Racial Justice and Inclusion Task Group

The catalyst for the Racial Justice and Inclusion Task Group (RJITG) was the events of the summer of 2020 surrounding the violent murder of George Floyd in Minneapolis, USA. In the autumn of 2020, a diverse group of eight people from across the diocese was invited by Bishop Michael Ipgrave to form the RJITG with the Revd Pamela Ogilvie and Archdeacon Julian Francis as co-convenors. The group began meeting in December 2020 and has shaped an agenda for racial justice across the diocese.

We're glad to be able to welcome The Rt Hon Lord Paul Boateng as guest speaker at a special event open to all at Lichfield Cathedral in November focusing on Racial Justice and Inclusion in the Church of England. See the news page for details, video commendation from Bishop Michael and links to booking and poster

The present membership of the RJITG:

  • Canon Theologian Dr Sharon Prentis (Consultant to RJITG)
  • Claire Evans
  • Revd Derek D’Souza
  • Revd Graham Adamson
  • Revd Canon Dr Gregory Platten
  • Ms Linda Clifford-Hayes
  • Revd Yejide Peters
  • Revd Treena Larkin
  • Revd Gilbert David
  • Revd Pamela Ogilvie (Co-convenor)
  • The Ven Julian Francis (Co-convenor)

The Lichfield RJITG mirrors an initiative that began nationally. In July 2020, the Archbishops proposed to the House of Bishops that an ‘Archbishop’s Commission on Racism’ should be set up to implement ‘significant cultural and structural change’ within the Church of England on race. The commission would also monitor progress on implementing change. An Anti-Racism Task Force was put in place immediately to begin work on anti-racist policies for the Church of England and to frame an agenda for tackling systemic racism in the church. On 22 April 2022, From Lament to Action was published, a report on the nature of structural and systemic racism with an extensive action plan for implementation to begin to tackle the failings that have been evident over many, many decades. 

The RJITG have identified key priorities to address racism and are in the process of implementation.  These include:

  • UK Minority Ethnic/Global Majority Heritage (UKME/GMH) clergy recognised in the new pastoral support provision. 
  • Recruitment monitoring to establish UKME/GMH applying for vacancies and the success rate.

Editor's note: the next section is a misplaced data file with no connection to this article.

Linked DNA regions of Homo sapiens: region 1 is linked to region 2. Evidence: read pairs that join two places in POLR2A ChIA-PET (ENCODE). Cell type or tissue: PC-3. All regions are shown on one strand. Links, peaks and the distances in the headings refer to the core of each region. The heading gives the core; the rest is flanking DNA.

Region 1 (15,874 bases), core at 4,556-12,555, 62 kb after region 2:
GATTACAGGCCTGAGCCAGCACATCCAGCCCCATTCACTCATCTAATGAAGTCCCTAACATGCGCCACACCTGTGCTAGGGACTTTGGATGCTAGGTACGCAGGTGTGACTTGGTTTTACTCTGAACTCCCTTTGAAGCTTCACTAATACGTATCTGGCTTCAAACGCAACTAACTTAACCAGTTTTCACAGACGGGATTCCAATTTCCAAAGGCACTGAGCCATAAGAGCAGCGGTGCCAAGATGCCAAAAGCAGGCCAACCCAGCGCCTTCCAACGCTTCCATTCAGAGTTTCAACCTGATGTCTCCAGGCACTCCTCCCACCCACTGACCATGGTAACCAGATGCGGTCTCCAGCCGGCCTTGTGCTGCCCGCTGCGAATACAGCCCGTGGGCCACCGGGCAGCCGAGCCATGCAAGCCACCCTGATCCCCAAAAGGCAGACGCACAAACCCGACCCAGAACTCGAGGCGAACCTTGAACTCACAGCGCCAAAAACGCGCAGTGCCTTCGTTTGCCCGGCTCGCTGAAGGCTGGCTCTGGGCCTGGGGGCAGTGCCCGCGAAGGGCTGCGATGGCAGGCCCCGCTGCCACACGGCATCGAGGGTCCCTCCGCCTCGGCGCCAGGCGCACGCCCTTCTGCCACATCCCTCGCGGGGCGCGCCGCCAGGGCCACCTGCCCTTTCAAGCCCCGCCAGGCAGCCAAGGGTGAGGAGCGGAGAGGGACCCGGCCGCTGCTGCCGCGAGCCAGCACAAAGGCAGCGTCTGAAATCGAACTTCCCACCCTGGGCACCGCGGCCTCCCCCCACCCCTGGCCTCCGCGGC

• Consultants advising on inclusive processes and procedures.
  • Data collection on UKME/GMH presence and participation.
  • As an initial step, with the assistance of consultants, devising and circulating a confidential questionnaire to begin to hear, honour and value UKME/GMH people’s experience of ministry.
  • Commencement of Unconscious Bias Training by the Vocations and Training Team.
  • Meeting with Central Sector staff and officers to discuss the relevant action points for implementation in From Lament to Action.
  • Developing a procedure to deal effectively with racist incidents.
  • Bishops, as part of their ongoing training, to participate in ‘reverse mentoring’ with a member of UKME/GMH clergy/lay person from a different diocese who already serves as a mentor.
  • UKME priest to participate in Bishop’s Staff Meeting for a minimum of six months. 
  • Establish Racial Justice section on Diocesan website demonstrating commitment to racial justice and inclusion.
  • Working towards Racial Justice Officer provision for West Midlands dioceses supported by West Midlands bishops and central CofE.
  • RJITG as a resource providing support and advice to parishes addressing racial justice and inclusion.
  • Increasing UKME/GMH representation on Diocesan Synod (and Bishop’s Council).  The following were co-opted as members in 2021 for a term of three years:
    • Clive Thomas
    • Revd Dr David Isiorho
    • Debbie Parkes
    • Revd Jassica Castillo-Burley
    • Revd Jeremy Sylvester
    • Revd Romita Shrisunder
    • Sam Duru

In Lichfield we have the widest possible variety of urban, rural and suburban contexts. It is our strong desire as a RJITG to engage the whole of the diocese in this initiative for change. We are founding that aim on the conviction that racial justice is as much about white people as it is about people of colour. The way forward lies in a more discerning, honest, committed partnership that embraces the imperative of Micah 6.8 to act justly and to love mercy and to walk humbly with your God.

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